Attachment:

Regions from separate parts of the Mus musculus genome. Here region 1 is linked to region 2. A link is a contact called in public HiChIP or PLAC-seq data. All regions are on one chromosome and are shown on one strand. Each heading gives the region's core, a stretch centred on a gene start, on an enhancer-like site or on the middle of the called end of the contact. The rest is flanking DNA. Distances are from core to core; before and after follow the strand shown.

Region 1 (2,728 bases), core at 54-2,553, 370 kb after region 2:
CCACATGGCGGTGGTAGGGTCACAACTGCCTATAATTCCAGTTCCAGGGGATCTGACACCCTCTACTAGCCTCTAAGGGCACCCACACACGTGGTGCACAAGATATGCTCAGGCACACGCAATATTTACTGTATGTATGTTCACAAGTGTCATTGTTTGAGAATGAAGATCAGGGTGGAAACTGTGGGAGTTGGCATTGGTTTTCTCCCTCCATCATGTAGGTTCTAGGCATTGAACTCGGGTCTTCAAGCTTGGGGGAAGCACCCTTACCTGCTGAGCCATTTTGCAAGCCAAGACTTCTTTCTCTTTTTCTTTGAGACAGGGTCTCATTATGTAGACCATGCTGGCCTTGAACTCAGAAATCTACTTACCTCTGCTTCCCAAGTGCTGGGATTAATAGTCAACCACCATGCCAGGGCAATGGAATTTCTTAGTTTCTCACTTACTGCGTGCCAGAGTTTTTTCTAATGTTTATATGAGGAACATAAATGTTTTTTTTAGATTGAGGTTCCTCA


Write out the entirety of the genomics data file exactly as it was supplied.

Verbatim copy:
Regions from separate parts of the Mus musculus genome. Here region 1 is linked to region 2. A link is a contact called in public HiChIP or PLAC-seq data. All regions are on one chromosome and are shown on one strand. Each heading gives the region's core, a stretch centred on a gene start, on an enhancer-like site or on the middle of the called end of the contact. The rest is flanking DNA. Distances are from core to core; before and after follow the strand shown.

Region 1 (2,728 bases), core at 54-2,553, 370 kb after region 2:
CCACATGGCGGTGGTAGGGTCACAACTGCCTATAATTCCAGTTCCAGGGGATCTGACACCCTCTACTAGCCTCTAAGGGCACCCACACACGTGGTGCACAAGATATGCTCAGGCACACGCAATATTTACTGTATGTATGTTCACAAGTGTCATTGTTTGAGAATGAAGATCAGGGTGGAAACTGTGGGAGTTGGCATTGGTTTTCTCCCTCCATCATGTAGGTTCTAGGCATTGAACTCGGGTCTTCAAGCTTGGGGGAAGCACCCTTACCTGCTGAGCCATTTTGCAAGCCAAGACTTCTTTCTCTTTTTCTTTGAGACAGGGTCTCATTATGTAGACCATGCTGGCCTTGAACTCAGAAATCTACTTACCTCTGCTTCCCAAGTGCTGGGATTAATAGTCAACCACCATGCCAGGGCAATGGAATTTCTTAGTTTCTCACTTACTGCGTGCCAGAGTTTTTTCTAATGTTTATATGAGGAACATAAATGTTTTTTTTAGATTGAGGTTCCTCA